Business Diary: April 12

people are often a company’s most important asset, and that’s certainly the case at oil exploration group Getech.

The Leeds-based company, whose data helps oil companies decide where to sink wells, often spends months trying to fill a single position and boasts 14 nationalities among its employees.

But Getech has been forced to take swift action to prevent its workforce from being poached by rivals.

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“They were being attacked by headhunters,” said president Derek Fairhead.

Getech has removed all names from the staff group photo on its website, which headhunters were using to target employees.

Still, it’s hard to see why anyone would want to leave a company which boasts a film club, a yoga club and an allotment among its staff perks.

Kylie’s tour is fuelled by Yorkshire Tea

How does Kylie Minogue unwind when she’s on tour?

Well apparently the pint-sized popstar is a big fan of Yorkshire Tea. Luke Fitton, who received funding from Bettys and Taylors of Harrogate to study for a music diploma, is now Kylie’s lead guitarist.

He saw her drinking Yorkshire Tea on her current world tour, and the company has now produced a special version of the tea featuring Kylie’s name on the box.

Simon Kelly, Luke’s uncle and production manager at Taylors of Harrogate, told Diary: “Luke emailed me to say they were in the hotel lounge having a cool-down after the gig and basically there are five of them sitting there and Kylie comes out with a cup of tea. So I texted him back to say ’I hope that’s Yorkshire Tea’.

“He replied: “It’s Yorkshire Tea because the tour bus driver is from Leeds and we’ve got more boxes of Yorkshire Tea in our locker than there is baggage on the bus.”

Hacks and flaks show competitive side DIARY very much enjoyed this year’s Hacks vs Flaks football and netball matches on Sunday – the annual battle for supremacy between City journalists and PR people.

With the Charles Stanley logo slapped across each player’s rear, the netball was a closely watched match in more ways than one.

The flaks, led by KPMG’s Anna White, took on Ros Snowdon’s (Yorkshire Post) hacks.

During the fiercely competitive match, which resulted in a 38-25 victory for the flaks, the girls got caught up in some catty on-court tussling. Fortunately any rivalries were quickly forgotten in the Pimms-fest that followed the match. All in aid of the charity Remap, and played at the very scenic Bank of England sports ground, the annual football match was a far more sedentary affair, as Nick Clark’s (Independent) hacks restored some pride with a 5-4 win over James Melville-Ross’ (Financial Dynamics) side.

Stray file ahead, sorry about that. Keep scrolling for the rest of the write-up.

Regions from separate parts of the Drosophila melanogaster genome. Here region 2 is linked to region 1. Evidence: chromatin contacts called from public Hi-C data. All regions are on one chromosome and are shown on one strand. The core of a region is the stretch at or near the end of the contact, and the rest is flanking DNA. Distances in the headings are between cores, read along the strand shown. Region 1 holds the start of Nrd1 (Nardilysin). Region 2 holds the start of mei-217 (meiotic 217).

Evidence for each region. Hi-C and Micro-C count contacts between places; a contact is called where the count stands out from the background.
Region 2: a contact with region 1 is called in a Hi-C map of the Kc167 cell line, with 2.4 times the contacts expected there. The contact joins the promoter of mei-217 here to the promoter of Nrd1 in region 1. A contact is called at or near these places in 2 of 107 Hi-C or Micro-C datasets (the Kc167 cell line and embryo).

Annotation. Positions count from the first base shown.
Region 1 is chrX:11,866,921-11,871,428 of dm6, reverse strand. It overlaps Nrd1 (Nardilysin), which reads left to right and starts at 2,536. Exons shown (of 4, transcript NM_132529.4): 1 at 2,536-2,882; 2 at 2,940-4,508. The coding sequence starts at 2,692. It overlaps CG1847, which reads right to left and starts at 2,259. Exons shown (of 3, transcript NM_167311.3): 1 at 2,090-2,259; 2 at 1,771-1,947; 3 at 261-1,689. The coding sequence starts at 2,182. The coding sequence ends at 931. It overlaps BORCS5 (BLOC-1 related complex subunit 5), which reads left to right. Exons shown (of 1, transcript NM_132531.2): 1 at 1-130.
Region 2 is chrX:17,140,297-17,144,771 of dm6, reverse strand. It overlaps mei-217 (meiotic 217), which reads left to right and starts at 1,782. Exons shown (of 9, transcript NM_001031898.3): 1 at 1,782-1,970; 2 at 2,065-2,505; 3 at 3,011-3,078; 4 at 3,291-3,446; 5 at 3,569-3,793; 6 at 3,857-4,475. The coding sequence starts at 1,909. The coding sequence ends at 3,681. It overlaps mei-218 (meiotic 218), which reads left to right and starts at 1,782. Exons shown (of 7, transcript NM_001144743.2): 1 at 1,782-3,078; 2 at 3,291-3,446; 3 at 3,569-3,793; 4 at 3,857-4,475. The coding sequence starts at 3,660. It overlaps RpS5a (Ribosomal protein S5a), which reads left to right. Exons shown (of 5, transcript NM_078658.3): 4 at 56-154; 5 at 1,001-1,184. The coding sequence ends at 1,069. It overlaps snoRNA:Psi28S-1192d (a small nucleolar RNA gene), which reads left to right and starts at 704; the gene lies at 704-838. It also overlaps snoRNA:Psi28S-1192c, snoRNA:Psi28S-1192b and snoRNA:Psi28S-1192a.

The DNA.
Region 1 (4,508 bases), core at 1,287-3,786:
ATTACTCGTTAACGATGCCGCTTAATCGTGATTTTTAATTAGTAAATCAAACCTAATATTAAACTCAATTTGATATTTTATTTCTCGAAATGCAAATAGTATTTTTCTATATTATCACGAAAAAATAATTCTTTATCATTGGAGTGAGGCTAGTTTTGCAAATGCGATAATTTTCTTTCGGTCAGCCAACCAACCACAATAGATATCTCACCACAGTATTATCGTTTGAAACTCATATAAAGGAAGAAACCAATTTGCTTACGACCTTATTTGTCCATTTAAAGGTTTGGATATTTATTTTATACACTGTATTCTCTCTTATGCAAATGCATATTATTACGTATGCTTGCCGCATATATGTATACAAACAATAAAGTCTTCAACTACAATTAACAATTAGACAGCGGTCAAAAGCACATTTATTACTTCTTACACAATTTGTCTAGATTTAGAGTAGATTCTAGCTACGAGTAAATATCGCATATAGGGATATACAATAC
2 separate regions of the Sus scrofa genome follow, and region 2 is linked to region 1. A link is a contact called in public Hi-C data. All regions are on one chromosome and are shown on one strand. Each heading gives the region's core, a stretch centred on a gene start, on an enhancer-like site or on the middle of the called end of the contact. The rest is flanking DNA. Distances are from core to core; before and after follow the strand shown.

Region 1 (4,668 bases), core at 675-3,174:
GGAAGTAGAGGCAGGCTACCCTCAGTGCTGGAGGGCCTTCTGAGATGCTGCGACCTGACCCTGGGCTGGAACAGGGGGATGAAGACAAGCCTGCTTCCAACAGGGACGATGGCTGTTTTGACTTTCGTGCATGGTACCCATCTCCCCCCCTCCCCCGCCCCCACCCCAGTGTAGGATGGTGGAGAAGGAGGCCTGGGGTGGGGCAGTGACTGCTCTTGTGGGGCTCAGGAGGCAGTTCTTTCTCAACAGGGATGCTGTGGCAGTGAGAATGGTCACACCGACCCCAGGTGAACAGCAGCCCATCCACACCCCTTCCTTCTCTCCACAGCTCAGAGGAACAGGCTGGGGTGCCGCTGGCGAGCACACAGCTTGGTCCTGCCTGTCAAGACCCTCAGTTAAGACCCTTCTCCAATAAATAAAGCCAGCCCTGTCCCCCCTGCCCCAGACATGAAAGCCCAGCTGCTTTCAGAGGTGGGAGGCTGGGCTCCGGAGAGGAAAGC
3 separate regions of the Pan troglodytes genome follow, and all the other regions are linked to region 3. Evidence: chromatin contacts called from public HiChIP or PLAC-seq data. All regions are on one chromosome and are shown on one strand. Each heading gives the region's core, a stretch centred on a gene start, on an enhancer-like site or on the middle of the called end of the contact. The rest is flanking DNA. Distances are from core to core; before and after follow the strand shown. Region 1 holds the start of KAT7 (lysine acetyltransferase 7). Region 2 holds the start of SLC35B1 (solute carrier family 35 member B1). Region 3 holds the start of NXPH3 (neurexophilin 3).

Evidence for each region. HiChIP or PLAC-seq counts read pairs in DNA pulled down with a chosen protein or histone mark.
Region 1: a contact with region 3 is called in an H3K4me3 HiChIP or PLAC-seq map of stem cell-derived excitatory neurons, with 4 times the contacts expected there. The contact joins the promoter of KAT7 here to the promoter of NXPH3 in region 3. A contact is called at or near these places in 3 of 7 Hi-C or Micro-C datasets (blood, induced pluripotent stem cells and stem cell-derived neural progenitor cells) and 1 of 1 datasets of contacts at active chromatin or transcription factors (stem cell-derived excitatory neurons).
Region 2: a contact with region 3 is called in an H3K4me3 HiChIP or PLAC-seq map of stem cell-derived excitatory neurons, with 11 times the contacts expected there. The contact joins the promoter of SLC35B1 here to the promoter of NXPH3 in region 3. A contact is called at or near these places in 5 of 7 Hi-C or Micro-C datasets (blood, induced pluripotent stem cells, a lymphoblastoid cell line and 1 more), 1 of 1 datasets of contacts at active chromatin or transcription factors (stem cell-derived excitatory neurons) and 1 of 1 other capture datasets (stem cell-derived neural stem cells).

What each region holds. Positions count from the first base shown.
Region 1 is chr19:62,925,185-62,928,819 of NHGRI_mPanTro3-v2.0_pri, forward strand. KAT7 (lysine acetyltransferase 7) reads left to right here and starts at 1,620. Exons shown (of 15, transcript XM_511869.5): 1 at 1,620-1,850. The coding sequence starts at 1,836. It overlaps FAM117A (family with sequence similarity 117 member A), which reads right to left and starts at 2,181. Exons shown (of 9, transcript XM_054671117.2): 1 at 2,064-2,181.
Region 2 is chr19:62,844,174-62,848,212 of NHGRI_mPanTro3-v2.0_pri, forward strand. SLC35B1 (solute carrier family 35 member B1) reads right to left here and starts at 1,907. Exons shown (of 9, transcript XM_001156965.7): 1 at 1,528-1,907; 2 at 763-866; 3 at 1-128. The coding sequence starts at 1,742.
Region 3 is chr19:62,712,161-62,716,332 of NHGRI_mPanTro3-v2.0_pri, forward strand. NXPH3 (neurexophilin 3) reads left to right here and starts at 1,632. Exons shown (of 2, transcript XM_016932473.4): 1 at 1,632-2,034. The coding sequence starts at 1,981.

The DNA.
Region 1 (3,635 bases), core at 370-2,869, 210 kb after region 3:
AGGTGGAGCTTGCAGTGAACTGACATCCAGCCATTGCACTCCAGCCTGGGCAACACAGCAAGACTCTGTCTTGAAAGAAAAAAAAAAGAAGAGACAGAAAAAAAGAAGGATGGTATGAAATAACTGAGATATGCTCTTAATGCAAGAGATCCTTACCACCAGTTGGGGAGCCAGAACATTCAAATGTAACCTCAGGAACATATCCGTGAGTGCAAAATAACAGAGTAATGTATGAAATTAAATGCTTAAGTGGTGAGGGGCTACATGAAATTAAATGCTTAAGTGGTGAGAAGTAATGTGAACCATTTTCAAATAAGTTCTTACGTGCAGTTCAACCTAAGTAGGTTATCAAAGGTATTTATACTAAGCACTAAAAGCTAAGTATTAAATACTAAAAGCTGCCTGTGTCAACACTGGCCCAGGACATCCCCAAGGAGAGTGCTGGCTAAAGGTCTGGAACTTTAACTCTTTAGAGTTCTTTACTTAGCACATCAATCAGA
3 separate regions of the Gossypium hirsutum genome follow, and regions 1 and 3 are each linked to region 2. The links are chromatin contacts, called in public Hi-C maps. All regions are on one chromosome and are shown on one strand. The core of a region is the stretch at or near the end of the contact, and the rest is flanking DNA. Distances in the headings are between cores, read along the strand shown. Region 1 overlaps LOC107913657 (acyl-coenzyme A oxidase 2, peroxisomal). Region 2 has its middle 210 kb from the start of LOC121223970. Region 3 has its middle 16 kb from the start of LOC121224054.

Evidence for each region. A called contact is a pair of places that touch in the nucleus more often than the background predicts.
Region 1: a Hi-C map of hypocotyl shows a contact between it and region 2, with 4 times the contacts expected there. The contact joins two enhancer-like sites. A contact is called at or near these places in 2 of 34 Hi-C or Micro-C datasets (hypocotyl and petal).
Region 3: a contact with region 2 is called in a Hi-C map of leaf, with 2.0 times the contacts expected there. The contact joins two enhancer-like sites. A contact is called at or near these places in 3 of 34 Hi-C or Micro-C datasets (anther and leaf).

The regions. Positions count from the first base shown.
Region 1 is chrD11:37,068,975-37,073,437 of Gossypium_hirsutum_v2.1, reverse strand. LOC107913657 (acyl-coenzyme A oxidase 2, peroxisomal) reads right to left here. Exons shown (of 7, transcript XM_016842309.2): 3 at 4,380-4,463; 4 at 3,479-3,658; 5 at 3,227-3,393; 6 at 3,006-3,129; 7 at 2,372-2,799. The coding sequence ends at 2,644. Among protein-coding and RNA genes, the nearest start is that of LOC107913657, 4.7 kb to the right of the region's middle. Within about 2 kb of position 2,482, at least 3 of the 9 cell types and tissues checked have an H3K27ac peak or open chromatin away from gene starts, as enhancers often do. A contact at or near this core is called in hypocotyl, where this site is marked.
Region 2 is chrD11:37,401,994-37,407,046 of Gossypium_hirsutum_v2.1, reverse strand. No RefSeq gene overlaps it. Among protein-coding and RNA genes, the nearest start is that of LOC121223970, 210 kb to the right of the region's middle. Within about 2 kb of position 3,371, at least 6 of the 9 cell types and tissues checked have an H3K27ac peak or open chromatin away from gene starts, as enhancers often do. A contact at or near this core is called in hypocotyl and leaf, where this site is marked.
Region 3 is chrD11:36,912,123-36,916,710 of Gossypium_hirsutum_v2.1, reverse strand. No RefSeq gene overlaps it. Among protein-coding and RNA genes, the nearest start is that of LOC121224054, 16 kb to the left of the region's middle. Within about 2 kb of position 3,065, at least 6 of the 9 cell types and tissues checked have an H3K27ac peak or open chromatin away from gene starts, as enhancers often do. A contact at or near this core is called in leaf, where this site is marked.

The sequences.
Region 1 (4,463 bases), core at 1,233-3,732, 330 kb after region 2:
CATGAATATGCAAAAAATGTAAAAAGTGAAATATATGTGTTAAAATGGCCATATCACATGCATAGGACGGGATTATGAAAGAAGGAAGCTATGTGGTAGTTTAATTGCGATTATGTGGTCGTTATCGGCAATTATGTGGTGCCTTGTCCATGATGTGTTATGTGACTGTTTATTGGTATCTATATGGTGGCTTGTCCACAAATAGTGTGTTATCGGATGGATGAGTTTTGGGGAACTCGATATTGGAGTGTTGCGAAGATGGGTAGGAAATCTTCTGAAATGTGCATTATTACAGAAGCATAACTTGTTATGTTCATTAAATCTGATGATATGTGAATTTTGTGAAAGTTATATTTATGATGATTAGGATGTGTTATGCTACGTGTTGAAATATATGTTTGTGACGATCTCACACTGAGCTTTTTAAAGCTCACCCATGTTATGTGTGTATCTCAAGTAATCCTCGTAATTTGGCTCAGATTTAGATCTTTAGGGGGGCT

This match also saw the inclusion of Charlie Thomas, (FT), the first female player to participate in HvF football. Sky’s Mark Kleinman kicked off the goal fest with a Rooney-esque opener. By the end of the game Kleinman had taken on the ref’s role and, rather sensibly for the hacks, he blew the whistle just before the flaks could make it five-all.

The two sides are now limbering up for a rematch when they play cricket and rounders in September.

Waste means money in a material world

Yorwaste’s first-ever commodity trader may not work on the London Stock Exchange or Wall Street, but his mantra is still very much sell, sell, sell.

Wayne Cox is responsible for ensuring the waste management company gets the best-possible prices for the recyclable materials it collects across North Yorkshire and the City of York.

Mr Cox spends his time negotiating the price of materials such as paper, glass, cardboard, plastic and cans with waste brokers across the world.

Approaching the end of his first six months in the role, Mr Cox, who was previously recycling supervisor at Yorwaste’s Seamer Carr Resource Recovery Centre in Scarborough, has sold thousands of tonnes of waste.

He said: “When I tell people I am a commodity trader they think I work in London on the stock exchange but the role I have is very similar in that my aim is to get the best possible price for the products we sell.

“The recycling market is particularly buoyant at the moment, although it has always been a very volatile market, so currently it is about maximising the sale of materials, whilst also exploring new markets, such as textiles.”